Only a few weeks after I posted that the intellectual property sky isn’t falling due to 3D printers, a report has been released suggesting that exactly the opposite might be true. Gartner, a respected tech research firm, is predicting that by 2018 “3D printing will result in the loss of at least $100 billion per year in IP globally.” According to a research director from the firm, “coupled with shorter product life cycles, provide a fertile ground for intellectual property theft using 3D printers.” The report argues that this extensive IP theft will make it more difficult for businesses to monetize their inventions. One hundred billion is a staggering figure, especially given that the same firm elsewhere predicted that less than 100,000 low cost 3D printers will be sold in 2014, though then doubling year-over-year.
Personally, as I mentioned in my last post, I am not (at this point) particularly worried about the potential for infringement by 3D printers. While the risk is real, in some ways it seems more of a matter for market forces and existing laws to settle – a question of enforcement and incentives. Plus, I still maintain that it is important to weigh such harms against the legal economic activity generated by 3D printers.
What concerns me most is that the low-cost 3D printing space, soon to explode due to the expiration of key patents on SLS technology in 2014 (one expired yesterday), will be stymied by endless demand letters and litigation relating to the roughly 7,000 patents relating to 3D printing technologies that have been filed in the last decade. Innovators seeking to employ 3D printing technology to market new products could find that elements of their processes and products have been patented.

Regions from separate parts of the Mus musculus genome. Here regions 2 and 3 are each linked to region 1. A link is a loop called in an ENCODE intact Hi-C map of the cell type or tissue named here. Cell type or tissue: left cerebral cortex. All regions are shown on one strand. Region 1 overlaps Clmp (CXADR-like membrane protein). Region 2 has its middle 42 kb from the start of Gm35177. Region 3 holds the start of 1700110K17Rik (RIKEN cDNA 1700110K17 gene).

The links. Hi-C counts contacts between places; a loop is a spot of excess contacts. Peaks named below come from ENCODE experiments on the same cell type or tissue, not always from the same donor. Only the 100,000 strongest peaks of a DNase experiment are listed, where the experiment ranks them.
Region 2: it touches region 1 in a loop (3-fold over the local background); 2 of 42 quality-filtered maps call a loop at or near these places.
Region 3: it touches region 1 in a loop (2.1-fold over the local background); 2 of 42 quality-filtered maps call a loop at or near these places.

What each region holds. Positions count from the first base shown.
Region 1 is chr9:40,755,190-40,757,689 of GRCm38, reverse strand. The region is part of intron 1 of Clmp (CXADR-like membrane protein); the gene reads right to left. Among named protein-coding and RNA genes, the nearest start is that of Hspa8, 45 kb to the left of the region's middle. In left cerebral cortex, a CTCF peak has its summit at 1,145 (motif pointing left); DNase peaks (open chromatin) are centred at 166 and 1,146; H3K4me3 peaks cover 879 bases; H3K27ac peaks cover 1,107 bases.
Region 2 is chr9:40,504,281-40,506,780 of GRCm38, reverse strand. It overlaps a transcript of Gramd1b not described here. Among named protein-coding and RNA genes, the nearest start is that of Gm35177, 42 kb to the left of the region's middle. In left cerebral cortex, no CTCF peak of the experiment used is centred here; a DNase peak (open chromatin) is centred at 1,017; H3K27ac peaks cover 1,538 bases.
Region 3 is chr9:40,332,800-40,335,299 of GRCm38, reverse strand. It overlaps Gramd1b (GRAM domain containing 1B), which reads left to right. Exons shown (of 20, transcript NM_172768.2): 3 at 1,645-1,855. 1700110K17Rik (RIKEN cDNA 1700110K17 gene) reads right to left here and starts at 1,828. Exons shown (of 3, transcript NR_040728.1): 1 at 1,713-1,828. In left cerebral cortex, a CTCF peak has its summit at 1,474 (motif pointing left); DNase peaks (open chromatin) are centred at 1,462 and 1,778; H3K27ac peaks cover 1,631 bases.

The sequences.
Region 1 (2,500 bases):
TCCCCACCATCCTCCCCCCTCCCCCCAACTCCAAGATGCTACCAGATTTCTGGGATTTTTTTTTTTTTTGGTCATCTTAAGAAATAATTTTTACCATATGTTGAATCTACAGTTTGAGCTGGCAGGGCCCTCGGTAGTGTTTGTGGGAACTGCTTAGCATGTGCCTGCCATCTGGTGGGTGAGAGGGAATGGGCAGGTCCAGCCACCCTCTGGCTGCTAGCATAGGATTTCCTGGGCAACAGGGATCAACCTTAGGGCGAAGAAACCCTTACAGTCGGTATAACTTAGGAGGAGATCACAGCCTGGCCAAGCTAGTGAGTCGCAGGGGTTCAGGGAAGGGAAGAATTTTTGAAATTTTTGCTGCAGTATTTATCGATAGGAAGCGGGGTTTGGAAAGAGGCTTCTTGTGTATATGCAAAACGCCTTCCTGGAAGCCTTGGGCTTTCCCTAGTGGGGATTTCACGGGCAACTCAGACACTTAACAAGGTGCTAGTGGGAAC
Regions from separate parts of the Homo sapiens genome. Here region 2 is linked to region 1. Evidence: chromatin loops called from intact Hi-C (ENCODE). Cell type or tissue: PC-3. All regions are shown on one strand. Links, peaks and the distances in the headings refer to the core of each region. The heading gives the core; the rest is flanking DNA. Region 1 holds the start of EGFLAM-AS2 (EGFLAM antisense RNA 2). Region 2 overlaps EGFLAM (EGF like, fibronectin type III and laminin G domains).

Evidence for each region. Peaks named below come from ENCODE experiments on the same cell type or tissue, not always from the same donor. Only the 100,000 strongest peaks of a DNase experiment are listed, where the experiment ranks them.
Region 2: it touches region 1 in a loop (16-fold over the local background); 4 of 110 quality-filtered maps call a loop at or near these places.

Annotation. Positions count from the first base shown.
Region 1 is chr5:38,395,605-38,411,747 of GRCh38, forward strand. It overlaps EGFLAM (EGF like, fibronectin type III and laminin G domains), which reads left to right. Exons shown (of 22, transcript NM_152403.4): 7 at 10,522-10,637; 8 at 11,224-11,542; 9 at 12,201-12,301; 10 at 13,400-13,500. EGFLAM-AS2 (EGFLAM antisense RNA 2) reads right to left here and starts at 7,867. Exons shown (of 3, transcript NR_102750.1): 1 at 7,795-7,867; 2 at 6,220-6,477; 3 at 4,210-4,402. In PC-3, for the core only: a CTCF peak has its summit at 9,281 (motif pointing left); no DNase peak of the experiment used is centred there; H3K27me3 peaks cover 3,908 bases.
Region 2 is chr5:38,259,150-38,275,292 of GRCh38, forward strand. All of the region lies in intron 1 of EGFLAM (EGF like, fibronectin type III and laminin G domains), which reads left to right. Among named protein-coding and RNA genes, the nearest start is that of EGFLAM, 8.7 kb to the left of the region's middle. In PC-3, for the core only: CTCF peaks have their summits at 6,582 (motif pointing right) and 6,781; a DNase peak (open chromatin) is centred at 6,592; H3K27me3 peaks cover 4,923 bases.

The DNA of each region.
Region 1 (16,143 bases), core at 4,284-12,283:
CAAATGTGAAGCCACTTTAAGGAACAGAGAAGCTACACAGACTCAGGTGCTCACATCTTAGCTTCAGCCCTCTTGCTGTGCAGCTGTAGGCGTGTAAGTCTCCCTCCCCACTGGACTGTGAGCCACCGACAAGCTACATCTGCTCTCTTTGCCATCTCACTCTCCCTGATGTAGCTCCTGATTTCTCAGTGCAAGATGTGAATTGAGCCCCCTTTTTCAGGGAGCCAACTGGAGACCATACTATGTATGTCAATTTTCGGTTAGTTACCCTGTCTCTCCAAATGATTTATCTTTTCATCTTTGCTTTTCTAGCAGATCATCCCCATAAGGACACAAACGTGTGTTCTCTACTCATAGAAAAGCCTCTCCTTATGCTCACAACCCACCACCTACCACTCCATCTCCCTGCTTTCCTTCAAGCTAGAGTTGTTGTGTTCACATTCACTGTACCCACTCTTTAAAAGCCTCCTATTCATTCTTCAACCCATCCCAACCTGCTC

The patent regimes that exist in the developed world give extraordinary monopoly rights to holders of valid patents in exchange for disclosing their inventions. Patent owners can agree to license their technology or they can deny use outright, with generally no recourse for a non-government user of a patented technology. With a technologically democratizing device like a 3D printer, a relatively inexpensive technology that can be created and used by almost anyone, the deluge of patents stands as a daunting potential barricade. Instead of an open frontier, innovators may see a thorny narrow path filled with legal troubles. There are ‘standards-essentials’ patents in some industries, in which standards organizations attempt to create a licensing system for all necessary patents governing a particular technology (including certain smartphone technologies). But nothing like that exists yet for 3D printing – and it also flies in the face of the ‘open’ 3D movement which might detest an attempt to formalize royalty payments. Nevertheless, it is probably time to start the conversation.